Koh Samui Regatta 2011 day two saw Team Premier stretching its lead and Ichiban damaged before the action took place.
Day two action got underway early today. Samui’s Chewang Beach again welcomed the crews in scorching sunny conditions as the racing fleet headed out to sea.
As the heavy overcast sky prevented the morning breeze from pushing through, PRO Ross Chisholm sent the mark boats in all directions in search of wind. A patch was found to the East of the Koh Samui and Koh Pangan passage and the 'Follow Me' instruction came crackling over the radio. The starting sequence began with the Racing Class away in 7-8 knots of Westerly breeze. During the IRC 1 start a crunching sound was heard coming from the pin end and shortly after the class favourite Ichiban radioed in their withdrawal from the race and intention to seek redress. Several boats were caught off guard and desperately tried under spinnaker to get to the start line. Shortly after starting the breeze faded and the skippers had to contend with a strong Northerly flowing current after rounding the top mark. Another announcement that all courses will be shortened at the bottom mark, bought some relief, but the minefield still had to be delicately crossed. Tactical decisions to gybe down current towards the wind line or stay in the light stuff and stem the tide. Initially it looked good down tide, but as time wore on, their hopes washed away in the current. The four 52 footers elected to stay up current and completed a huge arc on one tack to cross the finish line in front of Frank Pong's 76ft Jelik II.
Johannes Waimer's TP52 Team Premier stayed on the pace and by taking advantage of the situation scored the daily double and added another win to their tally. Only one second on corrected time and Ray Roberts TP52 Evolution Racing would have scored the win but had to settle on second place. Neil Pryde's Welbourn 52 Hi Fi gybed off and allowed Sam Chan's TP52 Freefire through for third place, only 51 seconds behind the leader.
The start line bungle and shifty conditions turned the IRC 1 result sheet up side down. The two Hong Kong Archambault 40's came to the fore with Simon Powell's Sell Side Dream claiming the handicap honours in front of Marcel Liedts Elektra by seventeen seconds. Yazid Ramli's Beneteau 42s7 Rip Jaw, with the Singapore youth team onboard, came from behind to score third place. Despite the light wind and approaching the finish line with the new wind, Peter Forsythe and Jing Lee's heavy displacement X-55 Xena managed to edge in front of the line abreast fleet to take line honours. Late news just coming in from the protest room is that Kevin Whitcraft's GP42 Won Ma Rang are disqualified for infringing Matt Allen's Beneteau 44.7 Zhik Ichiban, who will probably be awarded average points for Race three and remains on top of the leaderboard.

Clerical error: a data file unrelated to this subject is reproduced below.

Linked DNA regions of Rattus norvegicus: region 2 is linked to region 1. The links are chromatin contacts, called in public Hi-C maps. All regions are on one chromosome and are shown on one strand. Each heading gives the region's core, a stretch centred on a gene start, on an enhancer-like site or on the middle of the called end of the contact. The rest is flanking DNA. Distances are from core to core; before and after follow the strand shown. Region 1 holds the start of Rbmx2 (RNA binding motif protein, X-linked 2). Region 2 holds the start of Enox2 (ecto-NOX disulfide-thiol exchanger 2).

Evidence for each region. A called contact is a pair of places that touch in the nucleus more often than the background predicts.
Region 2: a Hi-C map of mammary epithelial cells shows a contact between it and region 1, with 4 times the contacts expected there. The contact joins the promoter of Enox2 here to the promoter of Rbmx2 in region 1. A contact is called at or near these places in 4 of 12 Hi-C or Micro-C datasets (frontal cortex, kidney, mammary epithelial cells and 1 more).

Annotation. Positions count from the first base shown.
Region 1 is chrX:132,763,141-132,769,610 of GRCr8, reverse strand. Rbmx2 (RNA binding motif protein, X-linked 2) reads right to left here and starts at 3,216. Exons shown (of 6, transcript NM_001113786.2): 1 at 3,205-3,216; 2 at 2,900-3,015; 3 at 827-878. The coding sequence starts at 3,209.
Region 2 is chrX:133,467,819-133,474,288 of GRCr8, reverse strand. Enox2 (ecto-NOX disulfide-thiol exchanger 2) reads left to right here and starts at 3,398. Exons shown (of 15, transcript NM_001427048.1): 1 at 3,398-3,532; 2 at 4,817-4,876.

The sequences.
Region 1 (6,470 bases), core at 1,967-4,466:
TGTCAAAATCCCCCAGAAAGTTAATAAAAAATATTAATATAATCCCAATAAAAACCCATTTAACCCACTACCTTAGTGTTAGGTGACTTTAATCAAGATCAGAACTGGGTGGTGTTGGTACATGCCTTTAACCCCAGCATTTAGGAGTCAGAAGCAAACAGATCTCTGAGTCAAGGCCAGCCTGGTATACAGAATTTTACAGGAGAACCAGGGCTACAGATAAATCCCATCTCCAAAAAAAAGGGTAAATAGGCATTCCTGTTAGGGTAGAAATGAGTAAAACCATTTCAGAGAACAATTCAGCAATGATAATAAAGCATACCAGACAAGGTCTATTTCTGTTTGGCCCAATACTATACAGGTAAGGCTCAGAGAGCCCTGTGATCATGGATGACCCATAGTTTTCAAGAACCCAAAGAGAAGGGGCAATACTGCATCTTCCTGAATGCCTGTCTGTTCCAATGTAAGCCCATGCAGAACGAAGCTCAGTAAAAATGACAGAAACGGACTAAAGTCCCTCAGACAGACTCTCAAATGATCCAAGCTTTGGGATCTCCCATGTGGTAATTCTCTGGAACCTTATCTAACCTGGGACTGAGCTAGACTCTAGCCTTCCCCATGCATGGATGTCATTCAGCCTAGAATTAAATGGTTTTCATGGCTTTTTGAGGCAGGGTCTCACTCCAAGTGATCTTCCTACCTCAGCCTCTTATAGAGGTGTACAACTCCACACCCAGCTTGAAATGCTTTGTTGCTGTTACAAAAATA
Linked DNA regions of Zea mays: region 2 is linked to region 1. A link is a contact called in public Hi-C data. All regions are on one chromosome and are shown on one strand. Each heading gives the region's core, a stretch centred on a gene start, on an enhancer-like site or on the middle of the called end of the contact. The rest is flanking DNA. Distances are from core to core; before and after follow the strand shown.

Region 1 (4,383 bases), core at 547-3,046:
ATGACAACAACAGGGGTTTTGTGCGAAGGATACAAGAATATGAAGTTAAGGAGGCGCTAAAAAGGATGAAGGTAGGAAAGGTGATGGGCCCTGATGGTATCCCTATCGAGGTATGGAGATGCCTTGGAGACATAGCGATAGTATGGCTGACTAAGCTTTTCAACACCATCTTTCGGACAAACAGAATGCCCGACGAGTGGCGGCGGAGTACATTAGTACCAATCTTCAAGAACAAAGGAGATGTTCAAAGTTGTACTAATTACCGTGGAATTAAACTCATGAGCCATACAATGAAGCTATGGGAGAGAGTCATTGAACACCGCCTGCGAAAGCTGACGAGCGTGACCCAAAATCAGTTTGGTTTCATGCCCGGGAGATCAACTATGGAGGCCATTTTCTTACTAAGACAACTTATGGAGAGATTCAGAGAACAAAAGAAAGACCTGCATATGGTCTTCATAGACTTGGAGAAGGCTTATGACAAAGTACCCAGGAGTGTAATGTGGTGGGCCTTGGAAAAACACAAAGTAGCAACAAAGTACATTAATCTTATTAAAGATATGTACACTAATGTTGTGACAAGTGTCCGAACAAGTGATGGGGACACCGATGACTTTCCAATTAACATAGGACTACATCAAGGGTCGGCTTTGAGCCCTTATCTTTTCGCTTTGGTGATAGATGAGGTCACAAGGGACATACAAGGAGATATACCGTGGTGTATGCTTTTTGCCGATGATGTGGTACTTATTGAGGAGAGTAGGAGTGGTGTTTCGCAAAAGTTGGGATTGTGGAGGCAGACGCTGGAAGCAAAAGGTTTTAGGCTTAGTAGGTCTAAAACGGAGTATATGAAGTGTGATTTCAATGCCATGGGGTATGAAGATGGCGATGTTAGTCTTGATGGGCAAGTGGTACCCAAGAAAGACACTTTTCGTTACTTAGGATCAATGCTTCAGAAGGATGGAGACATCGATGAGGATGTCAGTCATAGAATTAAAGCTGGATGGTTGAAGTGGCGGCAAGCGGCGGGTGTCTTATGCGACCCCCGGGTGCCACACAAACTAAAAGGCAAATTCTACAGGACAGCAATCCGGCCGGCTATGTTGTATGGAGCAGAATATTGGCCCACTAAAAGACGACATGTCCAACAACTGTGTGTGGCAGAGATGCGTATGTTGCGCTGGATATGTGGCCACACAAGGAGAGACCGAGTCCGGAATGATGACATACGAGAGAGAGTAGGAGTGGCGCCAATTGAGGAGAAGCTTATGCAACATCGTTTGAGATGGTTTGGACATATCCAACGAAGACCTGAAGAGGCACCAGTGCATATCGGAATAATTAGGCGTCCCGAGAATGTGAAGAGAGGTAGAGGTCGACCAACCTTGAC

In the IRC 2/Cruising class, Jean Rheault's Johnstone One Tonner Souay 1 claimed the daily double in the light conditions. Despite propeller problems delaying their arrival at the startline, Greg Coops X 372 Abraxas toughed it out and a with few good tactical calls managed to get back into second place and stay on top of the overall pointscore. Paul Degan's Oceanis 461 Andrew Short Constanza avoided the wind shift into oblivion to secure third place.
Radab Kanjanavanit KT-ZMICO Cedar Swan successfully found their way through the minefield to score their third win in a row. Kirati Assakul (Nim) heavy displacement Bandara Sonic continues to out perform the lightweights with second place on handicap. Kunta's (Samui Ocean Sports} bi-planed rigged Radical Bay 8000 Team Zazen crept into third place in front of Henry Kaye's Firefly 850 Sports Pagatoon that took line honours, but that was once again relegated down the order after handicaps were applied. After further canvassing the wind situation and setting up the course in a new wind line - and just as the starting sequence was about to get underway - the wind died out and changed direction, so that PRO Ross Chisholm had no alternative other than canceling racing for the day. Despite the committee's persistence the wind did not want to play the game today.
As the skippers headed off to a VIP Reception at the ‘Kala Samui’, it was clear in all classes that a number of boats could still take top honours and that there was still everything to race for.
The Regatta continues through to Saturday 4th June, with racing set off tropical Chewang Beach. Koh Samui Regatta website